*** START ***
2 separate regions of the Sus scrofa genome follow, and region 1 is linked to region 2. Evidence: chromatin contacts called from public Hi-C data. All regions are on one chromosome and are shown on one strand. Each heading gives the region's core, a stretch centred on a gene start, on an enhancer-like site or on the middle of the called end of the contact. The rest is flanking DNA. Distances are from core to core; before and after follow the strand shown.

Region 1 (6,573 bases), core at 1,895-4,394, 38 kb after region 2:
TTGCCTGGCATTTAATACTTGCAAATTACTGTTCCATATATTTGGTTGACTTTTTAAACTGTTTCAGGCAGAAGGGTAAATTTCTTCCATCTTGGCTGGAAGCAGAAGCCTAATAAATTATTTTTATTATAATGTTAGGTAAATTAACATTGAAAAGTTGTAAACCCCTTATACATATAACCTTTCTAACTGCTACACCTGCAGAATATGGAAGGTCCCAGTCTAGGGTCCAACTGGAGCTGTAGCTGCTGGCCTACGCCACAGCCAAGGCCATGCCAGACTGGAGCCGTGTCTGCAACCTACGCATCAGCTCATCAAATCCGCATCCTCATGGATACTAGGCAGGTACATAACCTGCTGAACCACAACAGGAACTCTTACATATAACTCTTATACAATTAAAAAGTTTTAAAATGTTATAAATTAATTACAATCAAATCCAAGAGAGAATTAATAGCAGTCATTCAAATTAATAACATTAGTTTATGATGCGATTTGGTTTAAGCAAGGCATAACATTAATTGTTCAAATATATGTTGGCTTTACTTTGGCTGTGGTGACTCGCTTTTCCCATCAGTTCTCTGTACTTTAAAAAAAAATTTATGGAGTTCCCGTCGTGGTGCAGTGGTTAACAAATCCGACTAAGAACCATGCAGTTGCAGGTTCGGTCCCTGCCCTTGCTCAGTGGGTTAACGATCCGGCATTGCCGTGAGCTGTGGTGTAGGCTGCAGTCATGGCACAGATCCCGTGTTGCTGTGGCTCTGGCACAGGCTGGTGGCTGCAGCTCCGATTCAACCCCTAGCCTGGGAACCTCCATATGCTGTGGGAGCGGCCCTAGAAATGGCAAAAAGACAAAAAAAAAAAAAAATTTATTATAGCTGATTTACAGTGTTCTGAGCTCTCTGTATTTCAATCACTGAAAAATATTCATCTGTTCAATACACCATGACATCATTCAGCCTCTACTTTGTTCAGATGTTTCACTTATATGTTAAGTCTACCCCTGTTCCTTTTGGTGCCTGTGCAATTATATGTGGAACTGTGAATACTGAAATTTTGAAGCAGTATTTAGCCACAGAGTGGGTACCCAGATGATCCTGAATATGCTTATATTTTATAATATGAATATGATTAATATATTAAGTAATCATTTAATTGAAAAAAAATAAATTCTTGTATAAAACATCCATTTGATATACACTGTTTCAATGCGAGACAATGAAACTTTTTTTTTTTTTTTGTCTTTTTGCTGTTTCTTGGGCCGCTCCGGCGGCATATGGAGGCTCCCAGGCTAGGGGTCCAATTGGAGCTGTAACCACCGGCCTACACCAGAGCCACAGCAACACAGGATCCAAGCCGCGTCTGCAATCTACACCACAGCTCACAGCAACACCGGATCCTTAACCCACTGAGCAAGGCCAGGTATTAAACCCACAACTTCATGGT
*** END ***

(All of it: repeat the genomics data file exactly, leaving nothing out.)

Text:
2 separate regions of the Sus scrofa genome follow, and region 1 is linked to region 2. Evidence: chromatin contacts called from public Hi-C data. All regions are on one chromosome and are shown on one strand. Each heading gives the region's core, a stretch centred on a gene start, on an enhancer-like site or on the middle of the called end of the contact. The rest is flanking DNA. Distances are from core to core; before and after follow the strand shown.

Region 1 (6,573 bases), core at 1,895-4,394, 38 kb after region 2:
TTGCCTGGCATTTAATACTTGCAAATTACTGTTCCATATATTTGGTTGACTTTTTAAACTGTTTCAGGCAGAAGGGTAAATTTCTTCCATCTTGGCTGGAAGCAGAAGCCTAATAAATTATTTTTATTATAATGTTAGGTAAATTAACATTGAAAAGTTGTAAACCCCTTATACATATAACCTTTCTAACTGCTACACCTGCAGAATATGGAAGGTCCCAGTCTAGGGTCCAACTGGAGCTGTAGCTGCTGGCCTACGCCACAGCCAAGGCCATGCCAGACTGGAGCCGTGTCTGCAACCTACGCATCAGCTCATCAAATCCGCATCCTCATGGATACTAGGCAGGTACATAACCTGCTGAACCACAACAGGAACTCTTACATATAACTCTTATACAATTAAAAAGTTTTAAAATGTTATAAATTAATTACAATCAAATCCAAGAGAGAATTAATAGCAGTCATTCAAATTAATAACATTAGTTTATGATGCGATTTGGTTTAAGCAAGGCATAACATTAATTGTTCAAATATATGTTGGCTTTACTTTGGCTGTGGTGACTCGCTTTTCCCATCAGTTCTCTGTACTTTAAAAAAAAATTTATGGAGTTCCCGTCGTGGTGCAGTGGTTAACAAATCCGACTAAGAACCATGCAGTTGCAGGTTCGGTCCCTGCCCTTGCTCAGTGGGTTAACGATCCGGCATTGCCGTGAGCTGTGGTGTAGGCTGCAGTCATGGCACAGATCCCGTGTTGCTGTGGCTCTGGCACAGGCTGGTGGCTGCAGCTCCGATTCAACCCCTAGCCTGGGAACCTCCATATGCTGTGGGAGCGGCCCTAGAAATGGCAAAAAGACAAAAAAAAAAAAAAATTTATTATAGCTGATTTACAGTGTTCTGAGCTCTCTGTATTTCAATCACTGAAAAATATTCATCTGTTCAATACACCATGACATCATTCAGCCTCTACTTTGTTCAGATGTTTCACTTATATGTTAAGTCTACCCCTGTTCCTTTTGGTGCCTGTGCAATTATATGTGGAACTGTGAATACTGAAATTTTGAAGCAGTATTTAGCCACAGAGTGGGTACCCAGATGATCCTGAATATGCTTATATTTTATAATATGAATATGATTAATATATTAAGTAATCATTTAATTGAAAAAAAATAAATTCTTGTATAAAACATCCATTTGATATACACTGTTTCAATGCGAGACAATGAAACTTTTTTTTTTTTTTTGTCTTTTTGCTGTTTCTTGGGCCGCTCCGGCGGCATATGGAGGCTCCCAGGCTAGGGGTCCAATTGGAGCTGTAACCACCGGCCTACACCAGAGCCACAGCAACACAGGATCCAAGCCGCGTCTGCAATCTACACCACAGCTCACAGCAACACCGGATCCTTAACCCACTGAGCAAGGCCAGGTATTAAACCCACAACTTCATGGT